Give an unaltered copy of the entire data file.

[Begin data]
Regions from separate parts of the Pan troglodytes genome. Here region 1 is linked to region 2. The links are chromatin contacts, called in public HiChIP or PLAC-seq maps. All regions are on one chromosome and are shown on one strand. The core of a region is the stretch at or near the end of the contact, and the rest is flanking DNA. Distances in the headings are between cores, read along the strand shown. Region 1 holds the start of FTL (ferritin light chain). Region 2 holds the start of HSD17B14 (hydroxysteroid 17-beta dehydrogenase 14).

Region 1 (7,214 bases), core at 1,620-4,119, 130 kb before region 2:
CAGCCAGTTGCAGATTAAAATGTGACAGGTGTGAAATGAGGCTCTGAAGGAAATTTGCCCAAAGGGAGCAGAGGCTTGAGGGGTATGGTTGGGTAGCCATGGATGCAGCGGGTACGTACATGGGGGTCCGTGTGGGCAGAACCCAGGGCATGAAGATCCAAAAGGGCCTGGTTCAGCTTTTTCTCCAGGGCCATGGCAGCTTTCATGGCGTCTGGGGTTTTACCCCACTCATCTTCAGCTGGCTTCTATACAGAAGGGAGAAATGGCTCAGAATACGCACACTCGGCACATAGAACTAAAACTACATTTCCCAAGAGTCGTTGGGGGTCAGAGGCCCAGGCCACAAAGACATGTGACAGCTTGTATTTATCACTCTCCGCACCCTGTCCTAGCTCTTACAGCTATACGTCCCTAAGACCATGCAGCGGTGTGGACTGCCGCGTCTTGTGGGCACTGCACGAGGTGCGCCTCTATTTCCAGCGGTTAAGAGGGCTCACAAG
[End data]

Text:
Regions from separate parts of the Pan troglodytes genome. Here region 1 is linked to region 2. The links are chromatin contacts, called in public HiChIP or PLAC-seq maps. All regions are on one chromosome and are shown on one strand. The core of a region is the stretch at or near the end of the contact, and the rest is flanking DNA. Distances in the headings are between cores, read along the strand shown. Region 1 holds the start of FTL (ferritin light chain). Region 2 holds the start of HSD17B14 (hydroxysteroid 17-beta dehydrogenase 14).

Region 1 (7,214 bases), core at 1,620-4,119, 130 kb before region 2:
CAGCCAGTTGCAGATTAAAATGTGACAGGTGTGAAATGAGGCTCTGAAGGAAATTTGCCCAAAGGGAGCAGAGGCTTGAGGGGTATGGTTGGGTAGCCATGGATGCAGCGGGTACGTACATGGGGGTCCGTGTGGGCAGAACCCAGGGCATGAAGATCCAAAAGGGCCTGGTTCAGCTTTTTCTCCAGGGCCATGGCAGCTTTCATGGCGTCTGGGGTTTTACCCCACTCATCTTCAGCTGGCTTCTATACAGAAGGGAGAAATGGCTCAGAATACGCACACTCGGCACATAGAACTAAAACTACATTTCCCAAGAGTCGTTGGGGGTCAGAGGCCCAGGCCACAAAGACATGTGACAGCTTGTATTTATCACTCTCCGCACCCTGTCCTAGCTCTTACAGCTATACGTCCCTAAGACCATGCAGCGGTGTGGACTGCCGCGTCTTGTGGGCACTGCACGAGGTGCGCCTCTATTTCCAGCGGTTAAGAGGGCTCACAAG